Man finds dog tag of New Mexico soldier killed in Normandy invasion, travels from UK to hand-deliver it

Local News

SANTA FE, N.M. (KRQE) – Thanks to two men, thousands of miles apart, a New Mexico family now has a piece of their loved one, killed in Normandy 75 years ago.

David Billingham is a military historian. While doing excavation work in Normandy, he made quite the discovery. He found a dog tag belonging to a New Mexico man killed in the invasion 75 years ago: David Solomon Ortiz.

“As an historian, an amateur historian, you find lots of things that make sense in terms of the place. Finding something that makes sense in terms of an individual, and then to track that individual’s history down, it’s a pretty special feeling,” said Billingham. “I think finding something that’s so personal, I never regarded what I found as mine. I think what I found, I regarded myself as a custodian of it.”

Finding no clear connections to Ortiz’s family, Billingham finally found a photo of his grave at Santa Fe National Cemetery, taken by a Placitas local, Ron Overley. Together, Billingham and Overley then set out on a two-year search, finally locating the family with the help of Ancestry.

“I would give him pieces of the puzzle that we would uncover,” said Overley. “History isn’t the past. History is just what we know about the past and sometimes it’s a hard dig.”

Doing something many others wouldn’t, Billingham traveled from the UK to New Mexico on his own dime to hand-deliver the war momento to the Ortiz family. Now, the dog tag will go to the next generation — Ortiz’s great-nephew, 21-year-old David Ramon Ortiz.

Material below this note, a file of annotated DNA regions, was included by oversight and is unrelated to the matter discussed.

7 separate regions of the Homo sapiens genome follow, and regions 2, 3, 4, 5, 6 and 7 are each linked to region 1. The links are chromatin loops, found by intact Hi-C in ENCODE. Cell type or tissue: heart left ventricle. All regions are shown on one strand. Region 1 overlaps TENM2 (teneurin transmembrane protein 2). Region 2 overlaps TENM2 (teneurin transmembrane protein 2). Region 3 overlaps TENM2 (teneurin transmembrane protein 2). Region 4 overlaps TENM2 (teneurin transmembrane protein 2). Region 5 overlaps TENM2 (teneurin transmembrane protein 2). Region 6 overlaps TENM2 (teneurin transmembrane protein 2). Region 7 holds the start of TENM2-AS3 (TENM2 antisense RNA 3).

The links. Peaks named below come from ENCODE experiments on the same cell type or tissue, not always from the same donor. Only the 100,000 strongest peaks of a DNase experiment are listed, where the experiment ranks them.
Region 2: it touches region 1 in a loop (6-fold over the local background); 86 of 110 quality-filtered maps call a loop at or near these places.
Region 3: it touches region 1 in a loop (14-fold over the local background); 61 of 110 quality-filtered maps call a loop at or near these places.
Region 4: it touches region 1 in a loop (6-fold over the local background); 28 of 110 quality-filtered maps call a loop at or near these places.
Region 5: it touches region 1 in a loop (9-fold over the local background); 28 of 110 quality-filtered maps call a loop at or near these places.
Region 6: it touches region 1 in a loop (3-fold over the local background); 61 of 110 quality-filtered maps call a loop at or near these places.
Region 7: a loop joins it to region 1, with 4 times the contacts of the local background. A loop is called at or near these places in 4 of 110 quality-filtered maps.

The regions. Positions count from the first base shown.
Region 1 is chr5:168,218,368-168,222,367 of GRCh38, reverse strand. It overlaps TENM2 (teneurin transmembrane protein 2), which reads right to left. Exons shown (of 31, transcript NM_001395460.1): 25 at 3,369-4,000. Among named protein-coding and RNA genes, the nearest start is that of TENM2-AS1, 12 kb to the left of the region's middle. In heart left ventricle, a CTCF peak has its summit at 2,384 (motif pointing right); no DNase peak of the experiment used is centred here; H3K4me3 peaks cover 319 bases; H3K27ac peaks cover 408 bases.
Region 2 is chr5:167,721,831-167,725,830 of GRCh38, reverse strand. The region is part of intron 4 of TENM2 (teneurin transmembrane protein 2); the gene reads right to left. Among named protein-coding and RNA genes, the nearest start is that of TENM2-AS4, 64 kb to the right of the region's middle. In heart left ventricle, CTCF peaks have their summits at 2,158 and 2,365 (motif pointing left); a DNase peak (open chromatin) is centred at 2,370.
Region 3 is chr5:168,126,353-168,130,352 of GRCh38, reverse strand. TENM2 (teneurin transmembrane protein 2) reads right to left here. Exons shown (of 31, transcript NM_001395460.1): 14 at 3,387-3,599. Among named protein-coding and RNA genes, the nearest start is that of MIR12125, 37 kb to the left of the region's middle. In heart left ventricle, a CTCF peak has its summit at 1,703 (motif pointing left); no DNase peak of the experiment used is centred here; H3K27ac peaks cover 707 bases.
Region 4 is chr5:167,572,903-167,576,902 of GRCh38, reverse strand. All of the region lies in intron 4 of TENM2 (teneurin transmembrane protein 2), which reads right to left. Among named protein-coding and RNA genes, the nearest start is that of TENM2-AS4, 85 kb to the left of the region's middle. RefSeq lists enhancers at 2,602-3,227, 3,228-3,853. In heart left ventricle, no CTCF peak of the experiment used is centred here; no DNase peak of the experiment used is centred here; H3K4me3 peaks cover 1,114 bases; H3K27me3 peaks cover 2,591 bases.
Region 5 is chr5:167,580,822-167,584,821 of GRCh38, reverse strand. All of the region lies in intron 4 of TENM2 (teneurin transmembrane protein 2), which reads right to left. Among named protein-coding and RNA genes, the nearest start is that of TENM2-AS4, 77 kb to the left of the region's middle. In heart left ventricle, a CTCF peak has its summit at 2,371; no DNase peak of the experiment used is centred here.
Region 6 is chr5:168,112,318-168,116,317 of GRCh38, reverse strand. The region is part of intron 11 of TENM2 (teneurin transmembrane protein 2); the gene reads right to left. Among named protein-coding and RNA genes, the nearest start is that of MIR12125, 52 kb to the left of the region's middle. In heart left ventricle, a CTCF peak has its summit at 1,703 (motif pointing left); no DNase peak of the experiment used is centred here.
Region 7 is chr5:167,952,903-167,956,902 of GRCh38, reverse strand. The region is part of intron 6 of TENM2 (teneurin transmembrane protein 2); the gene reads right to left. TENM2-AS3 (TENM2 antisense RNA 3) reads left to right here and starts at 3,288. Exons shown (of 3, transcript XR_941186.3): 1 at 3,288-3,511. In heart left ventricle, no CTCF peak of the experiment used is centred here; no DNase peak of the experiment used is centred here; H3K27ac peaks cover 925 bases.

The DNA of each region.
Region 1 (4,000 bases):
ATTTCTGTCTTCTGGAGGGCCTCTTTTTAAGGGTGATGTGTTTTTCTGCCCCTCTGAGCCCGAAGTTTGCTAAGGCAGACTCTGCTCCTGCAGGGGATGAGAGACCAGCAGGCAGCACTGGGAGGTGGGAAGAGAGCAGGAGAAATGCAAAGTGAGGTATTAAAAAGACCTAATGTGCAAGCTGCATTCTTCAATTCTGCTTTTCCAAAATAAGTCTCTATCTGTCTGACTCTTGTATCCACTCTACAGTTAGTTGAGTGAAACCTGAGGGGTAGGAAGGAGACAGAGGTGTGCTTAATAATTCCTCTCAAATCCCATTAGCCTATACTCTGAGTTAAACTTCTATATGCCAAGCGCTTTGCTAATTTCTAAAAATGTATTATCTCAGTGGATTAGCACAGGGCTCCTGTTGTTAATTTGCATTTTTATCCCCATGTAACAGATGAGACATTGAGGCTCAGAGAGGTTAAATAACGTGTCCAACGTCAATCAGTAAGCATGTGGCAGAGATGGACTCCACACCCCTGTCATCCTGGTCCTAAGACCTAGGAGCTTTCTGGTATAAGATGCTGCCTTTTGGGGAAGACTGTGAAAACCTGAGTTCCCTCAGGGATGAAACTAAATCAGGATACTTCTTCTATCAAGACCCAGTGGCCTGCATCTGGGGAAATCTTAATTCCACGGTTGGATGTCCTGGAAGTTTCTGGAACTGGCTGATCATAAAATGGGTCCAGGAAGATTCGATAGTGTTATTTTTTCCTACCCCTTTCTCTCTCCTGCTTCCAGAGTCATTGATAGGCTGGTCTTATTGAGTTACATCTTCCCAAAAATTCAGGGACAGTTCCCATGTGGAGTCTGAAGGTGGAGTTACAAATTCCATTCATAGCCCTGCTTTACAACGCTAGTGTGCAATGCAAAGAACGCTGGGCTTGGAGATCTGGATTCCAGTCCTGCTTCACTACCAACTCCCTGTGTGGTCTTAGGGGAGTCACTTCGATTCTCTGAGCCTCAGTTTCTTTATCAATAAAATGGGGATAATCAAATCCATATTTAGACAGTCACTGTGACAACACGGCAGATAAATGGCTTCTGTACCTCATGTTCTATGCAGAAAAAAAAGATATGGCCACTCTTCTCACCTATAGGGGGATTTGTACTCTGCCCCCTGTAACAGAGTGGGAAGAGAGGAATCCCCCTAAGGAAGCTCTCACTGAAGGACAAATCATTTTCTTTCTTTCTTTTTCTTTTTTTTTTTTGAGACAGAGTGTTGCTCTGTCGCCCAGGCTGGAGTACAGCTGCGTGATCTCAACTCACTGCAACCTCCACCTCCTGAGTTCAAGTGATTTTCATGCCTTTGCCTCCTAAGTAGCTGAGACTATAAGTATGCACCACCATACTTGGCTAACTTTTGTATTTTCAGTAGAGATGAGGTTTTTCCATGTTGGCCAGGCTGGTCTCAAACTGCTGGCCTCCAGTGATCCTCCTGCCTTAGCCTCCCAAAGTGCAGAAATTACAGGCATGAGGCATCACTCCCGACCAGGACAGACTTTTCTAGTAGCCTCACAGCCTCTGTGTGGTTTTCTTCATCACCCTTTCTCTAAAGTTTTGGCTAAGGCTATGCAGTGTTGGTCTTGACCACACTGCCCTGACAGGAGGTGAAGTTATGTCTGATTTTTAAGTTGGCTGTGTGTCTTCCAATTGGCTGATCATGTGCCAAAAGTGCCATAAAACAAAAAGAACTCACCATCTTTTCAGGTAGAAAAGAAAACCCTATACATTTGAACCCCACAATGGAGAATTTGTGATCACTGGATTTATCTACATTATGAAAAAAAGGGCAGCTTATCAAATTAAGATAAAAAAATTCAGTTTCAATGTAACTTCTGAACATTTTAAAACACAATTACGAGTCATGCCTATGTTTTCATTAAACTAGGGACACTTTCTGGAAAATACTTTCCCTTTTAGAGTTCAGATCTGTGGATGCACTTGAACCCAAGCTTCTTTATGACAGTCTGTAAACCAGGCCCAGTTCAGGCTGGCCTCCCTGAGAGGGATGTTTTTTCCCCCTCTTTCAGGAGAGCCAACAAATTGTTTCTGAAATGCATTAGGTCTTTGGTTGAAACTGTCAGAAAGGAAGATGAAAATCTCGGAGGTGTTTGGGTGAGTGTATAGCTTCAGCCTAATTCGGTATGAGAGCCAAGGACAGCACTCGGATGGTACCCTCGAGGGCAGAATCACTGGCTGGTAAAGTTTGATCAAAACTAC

“I stand before you and vow that it will be treasured and be passed along to another Ortiz, along with the stories of our tribe that we all know in our hearts. I will not let you down,” David Ramon Ortiz told members of his family during a memorial service on Tuesday. “I was overjoyed but I also recognize the great honor and weight and this is going to be something I will keep with me for decades to come until we can pass it along to the next generation of Ortiz’s after me.”

The family says he was chosen because of his dedication and passion for the family, always being there no matter what the circumstances or occasion — from celebrations to funerals and more. It’s an honor he doesn’t take lightly.

Billingham also recognizes the incredible circumstances that brought them all together.

“I think finding a dog tag with the name David at the beginning of it, and realizing there’s so many Davids in the family and being a David myself, I think there was something extra special there and extra magical,” said Billingham. “It does feel like it’s the end of a very long journey for David S. Ortiz in terms of leaving such a beautiful place like this and finally, for the family some closure in terms of what was happening for him in those dark days. That’s a pretty special feeling, I think, for anybody.”

It’s a story spanning multiple countries and thousands of miles. The connections made between these strangers are truly remarkable.

“I can’t think of a more fitting end to a journey that started with a very, very cold, wet Normandy afternoon in May 2017,” said Billingham. “It’s beautiful.”

There is only one family member still alive who knew David Solomon Ortiz. Zella was just a child when he passed. Now in her 80s, she was also at the service this week.

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